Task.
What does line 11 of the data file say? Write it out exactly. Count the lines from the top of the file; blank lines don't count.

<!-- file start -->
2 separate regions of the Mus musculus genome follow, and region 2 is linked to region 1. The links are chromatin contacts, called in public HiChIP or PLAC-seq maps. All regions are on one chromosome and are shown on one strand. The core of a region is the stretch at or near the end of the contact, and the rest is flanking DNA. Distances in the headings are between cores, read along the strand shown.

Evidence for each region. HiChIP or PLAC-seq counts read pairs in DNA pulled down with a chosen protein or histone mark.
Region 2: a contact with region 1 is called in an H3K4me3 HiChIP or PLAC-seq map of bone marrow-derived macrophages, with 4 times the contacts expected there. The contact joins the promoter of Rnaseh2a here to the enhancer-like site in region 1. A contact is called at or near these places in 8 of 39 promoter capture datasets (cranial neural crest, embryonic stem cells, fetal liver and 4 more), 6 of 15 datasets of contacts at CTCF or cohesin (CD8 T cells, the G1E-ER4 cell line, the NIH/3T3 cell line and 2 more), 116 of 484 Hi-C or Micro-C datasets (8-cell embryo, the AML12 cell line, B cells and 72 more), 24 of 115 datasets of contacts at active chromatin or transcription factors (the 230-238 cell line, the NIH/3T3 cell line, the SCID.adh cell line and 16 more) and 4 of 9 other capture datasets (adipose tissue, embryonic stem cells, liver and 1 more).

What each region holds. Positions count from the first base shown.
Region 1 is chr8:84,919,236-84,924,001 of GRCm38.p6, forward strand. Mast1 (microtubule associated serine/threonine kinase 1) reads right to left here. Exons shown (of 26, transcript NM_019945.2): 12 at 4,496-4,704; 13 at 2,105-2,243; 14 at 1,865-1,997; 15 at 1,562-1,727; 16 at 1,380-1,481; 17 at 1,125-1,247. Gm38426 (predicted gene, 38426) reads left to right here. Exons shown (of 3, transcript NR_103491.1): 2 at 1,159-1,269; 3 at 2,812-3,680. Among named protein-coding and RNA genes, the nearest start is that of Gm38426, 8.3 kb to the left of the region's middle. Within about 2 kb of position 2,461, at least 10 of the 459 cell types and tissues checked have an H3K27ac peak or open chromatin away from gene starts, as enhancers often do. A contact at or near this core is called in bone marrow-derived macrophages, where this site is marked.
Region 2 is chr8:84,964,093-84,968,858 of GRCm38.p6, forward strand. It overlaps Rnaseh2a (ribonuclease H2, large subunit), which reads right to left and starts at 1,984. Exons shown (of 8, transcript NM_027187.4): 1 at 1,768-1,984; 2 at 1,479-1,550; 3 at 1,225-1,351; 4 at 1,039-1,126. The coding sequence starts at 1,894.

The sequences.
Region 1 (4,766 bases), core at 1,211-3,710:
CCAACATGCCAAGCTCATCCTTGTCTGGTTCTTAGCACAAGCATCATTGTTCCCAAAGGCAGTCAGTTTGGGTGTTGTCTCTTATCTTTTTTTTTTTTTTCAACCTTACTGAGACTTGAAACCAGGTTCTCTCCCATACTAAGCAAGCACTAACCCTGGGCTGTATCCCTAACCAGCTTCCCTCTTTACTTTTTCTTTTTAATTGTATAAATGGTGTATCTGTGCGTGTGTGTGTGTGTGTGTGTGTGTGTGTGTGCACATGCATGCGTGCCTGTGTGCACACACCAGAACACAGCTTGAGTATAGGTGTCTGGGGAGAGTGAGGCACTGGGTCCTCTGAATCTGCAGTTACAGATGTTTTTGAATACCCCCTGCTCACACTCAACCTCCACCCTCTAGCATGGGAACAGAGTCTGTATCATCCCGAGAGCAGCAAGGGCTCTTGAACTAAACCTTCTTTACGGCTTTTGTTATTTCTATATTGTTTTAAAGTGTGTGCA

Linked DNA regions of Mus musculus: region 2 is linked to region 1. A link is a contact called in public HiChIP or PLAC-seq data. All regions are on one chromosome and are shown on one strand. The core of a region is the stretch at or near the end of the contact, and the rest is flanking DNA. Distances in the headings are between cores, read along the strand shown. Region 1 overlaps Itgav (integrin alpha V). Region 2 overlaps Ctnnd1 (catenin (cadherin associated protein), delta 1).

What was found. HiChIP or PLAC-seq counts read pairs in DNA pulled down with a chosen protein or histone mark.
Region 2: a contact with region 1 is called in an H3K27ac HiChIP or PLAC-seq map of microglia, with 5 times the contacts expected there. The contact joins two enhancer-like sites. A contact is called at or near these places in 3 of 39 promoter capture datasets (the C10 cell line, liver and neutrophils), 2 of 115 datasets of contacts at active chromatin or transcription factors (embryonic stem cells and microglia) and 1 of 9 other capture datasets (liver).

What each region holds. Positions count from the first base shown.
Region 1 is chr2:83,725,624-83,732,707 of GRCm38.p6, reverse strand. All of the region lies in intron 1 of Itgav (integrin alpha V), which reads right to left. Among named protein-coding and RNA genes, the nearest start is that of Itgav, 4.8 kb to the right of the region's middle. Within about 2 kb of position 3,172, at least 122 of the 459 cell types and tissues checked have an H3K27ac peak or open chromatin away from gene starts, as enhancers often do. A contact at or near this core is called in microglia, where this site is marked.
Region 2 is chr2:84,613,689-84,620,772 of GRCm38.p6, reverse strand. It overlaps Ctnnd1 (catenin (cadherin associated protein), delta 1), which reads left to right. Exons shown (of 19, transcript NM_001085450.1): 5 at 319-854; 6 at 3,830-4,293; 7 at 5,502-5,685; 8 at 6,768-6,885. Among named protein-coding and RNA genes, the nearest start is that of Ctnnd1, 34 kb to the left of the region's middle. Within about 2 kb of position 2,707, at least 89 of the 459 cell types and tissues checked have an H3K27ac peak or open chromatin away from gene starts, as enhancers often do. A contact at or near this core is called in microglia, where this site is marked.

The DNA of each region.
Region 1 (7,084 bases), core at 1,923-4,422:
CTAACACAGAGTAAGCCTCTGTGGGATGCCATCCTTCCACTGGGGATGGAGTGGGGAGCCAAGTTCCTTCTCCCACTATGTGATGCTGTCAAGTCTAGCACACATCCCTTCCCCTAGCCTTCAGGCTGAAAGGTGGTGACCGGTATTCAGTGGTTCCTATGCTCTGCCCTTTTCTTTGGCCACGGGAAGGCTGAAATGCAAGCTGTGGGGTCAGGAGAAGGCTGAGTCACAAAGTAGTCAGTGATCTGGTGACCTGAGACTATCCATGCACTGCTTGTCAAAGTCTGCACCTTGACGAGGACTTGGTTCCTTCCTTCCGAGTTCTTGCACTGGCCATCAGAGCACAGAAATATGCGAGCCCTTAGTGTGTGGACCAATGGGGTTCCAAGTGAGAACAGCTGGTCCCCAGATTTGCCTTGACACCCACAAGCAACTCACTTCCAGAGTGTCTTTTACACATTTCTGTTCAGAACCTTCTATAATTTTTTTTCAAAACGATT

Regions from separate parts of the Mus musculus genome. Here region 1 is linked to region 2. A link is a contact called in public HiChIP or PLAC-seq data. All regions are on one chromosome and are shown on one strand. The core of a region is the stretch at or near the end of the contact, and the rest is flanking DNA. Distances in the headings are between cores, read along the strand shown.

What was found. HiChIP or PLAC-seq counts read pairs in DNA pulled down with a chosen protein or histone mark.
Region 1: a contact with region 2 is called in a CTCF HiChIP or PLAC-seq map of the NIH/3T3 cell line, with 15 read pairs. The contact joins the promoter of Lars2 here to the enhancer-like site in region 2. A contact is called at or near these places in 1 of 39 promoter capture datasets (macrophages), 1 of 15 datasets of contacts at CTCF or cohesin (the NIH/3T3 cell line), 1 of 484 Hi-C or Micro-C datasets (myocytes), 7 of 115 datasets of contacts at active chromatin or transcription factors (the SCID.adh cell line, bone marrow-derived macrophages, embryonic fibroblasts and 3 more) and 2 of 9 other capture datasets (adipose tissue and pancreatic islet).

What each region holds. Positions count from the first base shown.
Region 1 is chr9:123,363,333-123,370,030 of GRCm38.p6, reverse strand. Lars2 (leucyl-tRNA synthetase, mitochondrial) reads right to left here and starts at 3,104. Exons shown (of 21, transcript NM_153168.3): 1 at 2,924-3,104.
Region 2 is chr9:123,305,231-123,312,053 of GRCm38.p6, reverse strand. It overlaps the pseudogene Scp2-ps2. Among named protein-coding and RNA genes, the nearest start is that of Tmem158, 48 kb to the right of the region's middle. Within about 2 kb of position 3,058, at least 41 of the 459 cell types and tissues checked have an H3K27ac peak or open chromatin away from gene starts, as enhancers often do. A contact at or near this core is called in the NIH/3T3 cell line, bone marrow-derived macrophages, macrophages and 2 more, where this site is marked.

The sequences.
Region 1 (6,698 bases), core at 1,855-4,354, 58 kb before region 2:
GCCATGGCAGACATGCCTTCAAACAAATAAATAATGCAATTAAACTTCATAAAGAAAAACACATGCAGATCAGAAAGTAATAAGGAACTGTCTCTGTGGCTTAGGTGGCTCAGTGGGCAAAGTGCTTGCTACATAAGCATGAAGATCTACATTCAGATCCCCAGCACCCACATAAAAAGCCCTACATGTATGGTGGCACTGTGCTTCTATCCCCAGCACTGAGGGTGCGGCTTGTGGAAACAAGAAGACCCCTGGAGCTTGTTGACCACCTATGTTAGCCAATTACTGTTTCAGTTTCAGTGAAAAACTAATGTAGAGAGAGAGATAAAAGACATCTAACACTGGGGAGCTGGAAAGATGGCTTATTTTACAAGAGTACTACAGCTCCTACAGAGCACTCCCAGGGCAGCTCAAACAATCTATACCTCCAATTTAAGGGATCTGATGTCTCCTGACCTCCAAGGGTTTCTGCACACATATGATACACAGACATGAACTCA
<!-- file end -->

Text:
What was found. HiChIP or PLAC-seq counts read pairs in DNA pulled down with a chosen protein or histone mark.